Playing it safe with produce
April 26, 2016 By David Schmidt
Growers, packers and processors who produce berries and other fresh fruit for export to the U.S. will face new rules as early as this fall.
The new Food Safety Modernization Act (FSMA) will affect all fresh produce sold in the U.S., says United Fresh Produce Association senior vice-president of food safety and technology, David Gombas.
The FSMA is extremely complex; the seven rules published to date (there are more to come) already cover more than 5,000 pages, Gombas told blueberry growers at the recent Pacific Agriculture Show in Abbotsford, B.C. One of those rules – the Foreign Supplier Verification Program (FSVP) – affects Canadian exporters. Depending on the size of the exporter and the type of crop, it could take effect as early as September.
The U.S. has backed away from its initial effort to make the FSVP stricter than its rules for domestic product. Under the final rule, foreign suppliers must meet the same public health standards as domestic suppliers.
“Everything [in both the act and the rules] is aimed at food safety,” Gombas says.
The rule does not apply directly to Canadian entities – instead importers must be able to demonstrate their suppliers meet the U.S. standards before they are allowed to import product.
“Importers need to have an approved suppliers’ list, which you want to be on,” Gombas states.
For a supplier to get on the list, the importer must review the supplier’s records and ensure it has food safety protocols. If the product to be imported is deemed a SAHCODHA (serious adverse health consequences or death to humans or animals) hazard, second (customer) or third (independent certified) party audits will also be required. Since berries have been vehicles for such SAHCODA hazards as salmonella, E. coli and listeria, Gombas expects they will require on-site audits.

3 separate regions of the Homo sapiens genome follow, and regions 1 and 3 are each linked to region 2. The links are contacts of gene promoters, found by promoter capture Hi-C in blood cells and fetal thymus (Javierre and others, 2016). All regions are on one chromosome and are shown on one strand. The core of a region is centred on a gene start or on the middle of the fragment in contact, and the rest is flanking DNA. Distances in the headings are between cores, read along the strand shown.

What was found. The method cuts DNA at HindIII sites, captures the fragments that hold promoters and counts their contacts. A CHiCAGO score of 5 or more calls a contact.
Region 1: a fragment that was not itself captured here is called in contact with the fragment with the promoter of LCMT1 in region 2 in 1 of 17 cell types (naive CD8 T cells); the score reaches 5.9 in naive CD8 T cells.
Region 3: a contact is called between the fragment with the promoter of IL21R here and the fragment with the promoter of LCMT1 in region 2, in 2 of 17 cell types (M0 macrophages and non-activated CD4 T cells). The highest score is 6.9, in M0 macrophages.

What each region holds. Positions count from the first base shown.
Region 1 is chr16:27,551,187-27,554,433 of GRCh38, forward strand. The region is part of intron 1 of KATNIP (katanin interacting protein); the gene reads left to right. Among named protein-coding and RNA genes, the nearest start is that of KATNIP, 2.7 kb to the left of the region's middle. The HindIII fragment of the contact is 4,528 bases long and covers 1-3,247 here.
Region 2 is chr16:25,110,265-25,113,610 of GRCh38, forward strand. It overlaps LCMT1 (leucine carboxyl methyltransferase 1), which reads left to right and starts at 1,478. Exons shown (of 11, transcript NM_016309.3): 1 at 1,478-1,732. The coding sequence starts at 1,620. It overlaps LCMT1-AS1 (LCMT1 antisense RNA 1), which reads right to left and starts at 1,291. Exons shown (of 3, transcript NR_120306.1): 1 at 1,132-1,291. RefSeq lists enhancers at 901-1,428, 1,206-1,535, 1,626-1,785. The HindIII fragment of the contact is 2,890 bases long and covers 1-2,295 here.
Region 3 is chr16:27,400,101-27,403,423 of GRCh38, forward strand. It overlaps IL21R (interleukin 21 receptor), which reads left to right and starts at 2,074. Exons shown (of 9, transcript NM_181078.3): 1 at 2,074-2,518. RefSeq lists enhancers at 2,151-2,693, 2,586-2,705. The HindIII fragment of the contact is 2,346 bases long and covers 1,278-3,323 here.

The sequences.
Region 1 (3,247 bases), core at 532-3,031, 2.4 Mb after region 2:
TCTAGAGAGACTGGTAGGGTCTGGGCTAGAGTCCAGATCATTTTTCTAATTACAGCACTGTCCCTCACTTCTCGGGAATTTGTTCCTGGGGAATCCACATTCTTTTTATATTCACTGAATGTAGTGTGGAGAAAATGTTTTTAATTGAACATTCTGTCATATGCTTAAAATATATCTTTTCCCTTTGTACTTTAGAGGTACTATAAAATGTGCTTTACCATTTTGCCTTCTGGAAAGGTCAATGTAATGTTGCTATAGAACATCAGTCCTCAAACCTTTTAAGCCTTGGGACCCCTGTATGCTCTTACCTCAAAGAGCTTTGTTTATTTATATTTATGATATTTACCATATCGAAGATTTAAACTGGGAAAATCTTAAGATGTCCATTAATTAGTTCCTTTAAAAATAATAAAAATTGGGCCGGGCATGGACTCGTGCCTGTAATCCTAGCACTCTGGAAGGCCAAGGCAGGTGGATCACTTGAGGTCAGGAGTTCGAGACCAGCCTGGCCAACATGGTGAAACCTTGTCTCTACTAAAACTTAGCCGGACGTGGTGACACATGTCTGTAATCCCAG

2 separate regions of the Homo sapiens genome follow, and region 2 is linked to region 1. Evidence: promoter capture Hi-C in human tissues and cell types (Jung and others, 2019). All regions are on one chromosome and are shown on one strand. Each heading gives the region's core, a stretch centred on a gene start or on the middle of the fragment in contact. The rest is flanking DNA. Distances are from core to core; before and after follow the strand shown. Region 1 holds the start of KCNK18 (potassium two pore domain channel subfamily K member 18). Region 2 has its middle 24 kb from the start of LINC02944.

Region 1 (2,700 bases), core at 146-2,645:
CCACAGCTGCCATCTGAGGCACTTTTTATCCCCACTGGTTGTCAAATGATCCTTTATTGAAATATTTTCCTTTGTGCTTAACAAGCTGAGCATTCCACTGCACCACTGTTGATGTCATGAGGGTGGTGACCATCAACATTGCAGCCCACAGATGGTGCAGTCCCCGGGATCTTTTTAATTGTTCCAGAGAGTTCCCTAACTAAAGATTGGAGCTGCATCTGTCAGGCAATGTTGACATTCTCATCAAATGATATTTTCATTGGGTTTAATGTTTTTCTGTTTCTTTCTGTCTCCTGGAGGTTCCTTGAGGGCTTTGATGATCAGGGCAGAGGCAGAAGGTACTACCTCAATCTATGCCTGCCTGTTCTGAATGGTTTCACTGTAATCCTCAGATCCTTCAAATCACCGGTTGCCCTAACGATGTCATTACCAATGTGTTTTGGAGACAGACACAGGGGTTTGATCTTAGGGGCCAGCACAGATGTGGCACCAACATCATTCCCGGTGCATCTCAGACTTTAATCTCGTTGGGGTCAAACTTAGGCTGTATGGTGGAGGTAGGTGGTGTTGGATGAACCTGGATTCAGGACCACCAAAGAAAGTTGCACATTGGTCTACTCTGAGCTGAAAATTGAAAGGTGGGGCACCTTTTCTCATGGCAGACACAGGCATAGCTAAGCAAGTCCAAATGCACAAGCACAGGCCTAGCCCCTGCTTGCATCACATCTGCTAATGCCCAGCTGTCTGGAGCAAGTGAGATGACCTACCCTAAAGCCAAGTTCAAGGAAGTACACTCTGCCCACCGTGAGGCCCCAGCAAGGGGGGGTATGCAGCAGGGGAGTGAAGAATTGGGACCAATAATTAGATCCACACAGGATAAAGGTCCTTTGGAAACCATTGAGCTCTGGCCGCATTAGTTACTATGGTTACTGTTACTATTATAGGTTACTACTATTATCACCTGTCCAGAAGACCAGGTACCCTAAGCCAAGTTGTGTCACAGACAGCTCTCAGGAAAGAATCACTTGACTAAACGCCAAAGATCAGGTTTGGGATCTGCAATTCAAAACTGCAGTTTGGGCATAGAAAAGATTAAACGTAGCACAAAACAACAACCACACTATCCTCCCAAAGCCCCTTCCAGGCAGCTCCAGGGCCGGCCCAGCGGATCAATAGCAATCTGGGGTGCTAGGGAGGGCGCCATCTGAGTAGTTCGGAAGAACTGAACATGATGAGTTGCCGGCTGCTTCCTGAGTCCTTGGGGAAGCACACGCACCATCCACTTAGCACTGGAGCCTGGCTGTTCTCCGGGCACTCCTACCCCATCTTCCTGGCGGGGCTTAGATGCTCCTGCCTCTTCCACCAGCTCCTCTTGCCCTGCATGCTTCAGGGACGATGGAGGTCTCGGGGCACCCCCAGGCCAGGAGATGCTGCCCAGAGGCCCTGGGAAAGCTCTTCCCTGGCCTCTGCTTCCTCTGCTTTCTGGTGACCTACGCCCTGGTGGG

“Importers may [at their option] accept a CanadaGAP audit but will need a copy of the audit report,” he says.
Canada and the U.S. are hoping to have an equivalency acknowledgement (currently only New Zealand has received such recognition from the U.S.), in place before the FSVP comes into effect. That would mean that the U.S. would accept a Canadian Food Inspection Agency declaration that the grower, packer or processor is compliant.
The requirements are less severe if all fresh products go to a further processor in the U.S. rather than if all or part of it goes straight into the retail marketplace. There are also different requirements for on- and off-farm packers and processors. Growers, on-farm packers and off-farm packers (e.g., co-ops) who get at least 50 per cent of their product from their grower-owners are treated the same and have to meet fewer requirements than other off-farm packers.
Large operations (500+ employees) will have to meet the new FSVP rules in September while the requirements for smaller operations and growers will be phased in over four years beginning in May 2017.
“Not all the requirements have been decided yet,” Gombas notes.
One of the stickiest points is agricultural water, which will require a lot of testing to ensure it is completely potable. Compost use is acceptable but there are strict rules for untreated or only partially-treated soil amendments of animal origin (manure).
For more information on the act, please visit fda.gov/Food/GuidanceRegulation/FSMA/.
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